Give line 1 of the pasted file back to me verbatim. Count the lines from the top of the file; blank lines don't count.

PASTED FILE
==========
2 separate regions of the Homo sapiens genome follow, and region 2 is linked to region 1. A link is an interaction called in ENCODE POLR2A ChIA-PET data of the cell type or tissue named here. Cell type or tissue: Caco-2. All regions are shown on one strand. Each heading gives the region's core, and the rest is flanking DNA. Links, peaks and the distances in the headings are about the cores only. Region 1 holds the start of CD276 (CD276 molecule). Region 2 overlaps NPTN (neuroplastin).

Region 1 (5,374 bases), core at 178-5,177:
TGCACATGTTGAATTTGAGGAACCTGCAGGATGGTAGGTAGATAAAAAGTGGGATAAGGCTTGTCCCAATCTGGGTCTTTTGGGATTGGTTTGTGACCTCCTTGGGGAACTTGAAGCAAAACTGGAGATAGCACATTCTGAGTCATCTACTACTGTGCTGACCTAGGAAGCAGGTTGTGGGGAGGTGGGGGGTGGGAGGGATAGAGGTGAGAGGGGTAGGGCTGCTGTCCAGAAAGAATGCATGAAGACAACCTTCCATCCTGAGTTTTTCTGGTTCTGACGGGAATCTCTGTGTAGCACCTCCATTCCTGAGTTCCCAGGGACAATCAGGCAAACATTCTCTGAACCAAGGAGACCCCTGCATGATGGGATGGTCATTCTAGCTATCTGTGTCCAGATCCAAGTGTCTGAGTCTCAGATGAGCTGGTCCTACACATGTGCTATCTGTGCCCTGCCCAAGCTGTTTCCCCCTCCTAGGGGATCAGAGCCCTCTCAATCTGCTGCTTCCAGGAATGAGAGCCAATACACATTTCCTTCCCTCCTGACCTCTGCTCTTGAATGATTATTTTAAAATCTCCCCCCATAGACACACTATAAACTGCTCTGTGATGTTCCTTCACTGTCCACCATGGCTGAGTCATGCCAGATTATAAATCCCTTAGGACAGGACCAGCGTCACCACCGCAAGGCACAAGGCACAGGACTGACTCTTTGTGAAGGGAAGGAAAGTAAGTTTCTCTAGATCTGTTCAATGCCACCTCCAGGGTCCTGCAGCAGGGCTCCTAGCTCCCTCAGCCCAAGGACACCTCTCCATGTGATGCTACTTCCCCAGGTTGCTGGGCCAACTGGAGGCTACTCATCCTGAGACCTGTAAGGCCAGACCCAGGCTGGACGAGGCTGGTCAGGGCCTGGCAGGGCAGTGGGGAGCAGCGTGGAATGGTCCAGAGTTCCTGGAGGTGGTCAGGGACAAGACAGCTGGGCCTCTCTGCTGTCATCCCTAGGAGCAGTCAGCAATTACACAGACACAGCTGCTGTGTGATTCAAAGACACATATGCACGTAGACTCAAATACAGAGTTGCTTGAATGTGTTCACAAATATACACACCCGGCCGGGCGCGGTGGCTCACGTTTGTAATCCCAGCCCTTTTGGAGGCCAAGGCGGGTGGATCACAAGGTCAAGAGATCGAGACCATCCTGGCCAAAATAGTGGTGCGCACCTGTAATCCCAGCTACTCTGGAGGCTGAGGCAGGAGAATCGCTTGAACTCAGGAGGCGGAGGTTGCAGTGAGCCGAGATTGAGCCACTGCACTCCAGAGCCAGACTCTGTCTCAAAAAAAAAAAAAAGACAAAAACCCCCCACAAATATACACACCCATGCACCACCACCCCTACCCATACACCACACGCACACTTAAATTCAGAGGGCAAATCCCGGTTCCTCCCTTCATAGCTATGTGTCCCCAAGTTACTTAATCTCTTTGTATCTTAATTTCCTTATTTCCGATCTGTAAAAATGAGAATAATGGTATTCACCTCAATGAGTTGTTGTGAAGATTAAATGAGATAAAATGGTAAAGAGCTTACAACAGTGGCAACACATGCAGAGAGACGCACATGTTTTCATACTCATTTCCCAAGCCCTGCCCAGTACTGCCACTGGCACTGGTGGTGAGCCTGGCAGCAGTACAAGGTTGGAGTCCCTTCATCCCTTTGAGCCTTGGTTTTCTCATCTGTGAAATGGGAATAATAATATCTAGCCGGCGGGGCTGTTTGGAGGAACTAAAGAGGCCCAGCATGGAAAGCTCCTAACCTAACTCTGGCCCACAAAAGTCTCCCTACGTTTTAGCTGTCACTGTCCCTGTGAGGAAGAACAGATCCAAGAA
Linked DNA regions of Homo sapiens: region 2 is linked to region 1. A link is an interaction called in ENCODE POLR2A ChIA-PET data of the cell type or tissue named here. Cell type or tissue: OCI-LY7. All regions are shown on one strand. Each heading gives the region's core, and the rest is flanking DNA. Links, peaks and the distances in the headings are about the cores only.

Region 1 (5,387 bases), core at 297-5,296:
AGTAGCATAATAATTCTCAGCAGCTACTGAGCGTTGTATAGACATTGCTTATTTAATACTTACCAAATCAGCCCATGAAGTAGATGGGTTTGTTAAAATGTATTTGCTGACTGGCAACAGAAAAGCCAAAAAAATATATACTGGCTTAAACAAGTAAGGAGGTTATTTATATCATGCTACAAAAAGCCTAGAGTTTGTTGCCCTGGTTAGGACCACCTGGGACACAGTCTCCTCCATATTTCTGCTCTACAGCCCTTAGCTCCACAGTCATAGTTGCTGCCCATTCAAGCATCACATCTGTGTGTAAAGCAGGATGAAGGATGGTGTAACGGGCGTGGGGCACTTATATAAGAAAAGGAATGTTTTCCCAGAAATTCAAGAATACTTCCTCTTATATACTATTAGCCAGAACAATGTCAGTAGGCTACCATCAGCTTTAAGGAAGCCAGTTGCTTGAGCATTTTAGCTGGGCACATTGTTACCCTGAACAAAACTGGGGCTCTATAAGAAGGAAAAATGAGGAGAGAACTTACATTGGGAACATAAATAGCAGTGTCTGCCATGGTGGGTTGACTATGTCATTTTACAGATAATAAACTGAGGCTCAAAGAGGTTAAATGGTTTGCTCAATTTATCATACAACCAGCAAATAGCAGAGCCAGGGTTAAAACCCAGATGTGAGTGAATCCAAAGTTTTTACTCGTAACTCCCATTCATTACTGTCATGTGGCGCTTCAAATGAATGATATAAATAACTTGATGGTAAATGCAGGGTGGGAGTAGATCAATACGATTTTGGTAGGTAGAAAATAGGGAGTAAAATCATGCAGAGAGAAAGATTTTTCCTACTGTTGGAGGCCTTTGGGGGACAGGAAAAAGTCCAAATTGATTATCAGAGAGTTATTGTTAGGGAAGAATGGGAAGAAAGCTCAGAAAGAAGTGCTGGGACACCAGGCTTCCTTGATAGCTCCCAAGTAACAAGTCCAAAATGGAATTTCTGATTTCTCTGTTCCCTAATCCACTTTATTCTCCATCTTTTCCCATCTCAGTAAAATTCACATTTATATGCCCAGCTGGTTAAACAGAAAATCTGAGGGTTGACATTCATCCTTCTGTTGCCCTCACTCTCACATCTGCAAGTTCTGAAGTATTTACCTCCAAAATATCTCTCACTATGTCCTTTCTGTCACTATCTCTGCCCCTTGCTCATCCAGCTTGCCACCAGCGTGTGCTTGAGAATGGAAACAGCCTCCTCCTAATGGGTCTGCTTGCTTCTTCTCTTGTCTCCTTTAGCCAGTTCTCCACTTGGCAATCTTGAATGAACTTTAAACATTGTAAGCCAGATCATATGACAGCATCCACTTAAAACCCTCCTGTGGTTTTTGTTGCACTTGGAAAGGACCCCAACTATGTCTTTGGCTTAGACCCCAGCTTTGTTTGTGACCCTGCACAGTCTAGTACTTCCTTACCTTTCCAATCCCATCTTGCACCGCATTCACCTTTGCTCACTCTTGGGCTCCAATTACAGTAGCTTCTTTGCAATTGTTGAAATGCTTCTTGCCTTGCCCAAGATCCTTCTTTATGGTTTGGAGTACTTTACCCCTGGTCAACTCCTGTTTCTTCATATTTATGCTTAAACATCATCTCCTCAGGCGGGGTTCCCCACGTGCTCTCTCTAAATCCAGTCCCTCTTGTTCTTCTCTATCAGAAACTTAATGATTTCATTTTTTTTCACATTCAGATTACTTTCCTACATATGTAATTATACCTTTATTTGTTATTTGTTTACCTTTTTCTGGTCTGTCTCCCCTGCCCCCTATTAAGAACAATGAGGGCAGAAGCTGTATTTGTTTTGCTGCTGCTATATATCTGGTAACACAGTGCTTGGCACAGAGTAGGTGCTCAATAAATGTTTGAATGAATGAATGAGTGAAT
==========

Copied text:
2 separate regions of the Homo sapiens genome follow, and region 2 is linked to region 1. A link is an interaction called in ENCODE POLR2A ChIA-PET data of the cell type or tissue named here. Cell type or tissue: Caco-2. All regions are shown on one strand. Each heading gives the region's core, and the rest is flanking DNA. Links, peaks and the distances in the headings are about the cores only. Region 1 holds the start of CD276 (CD276 molecule). Region 2 overlaps NPTN (neuroplastin).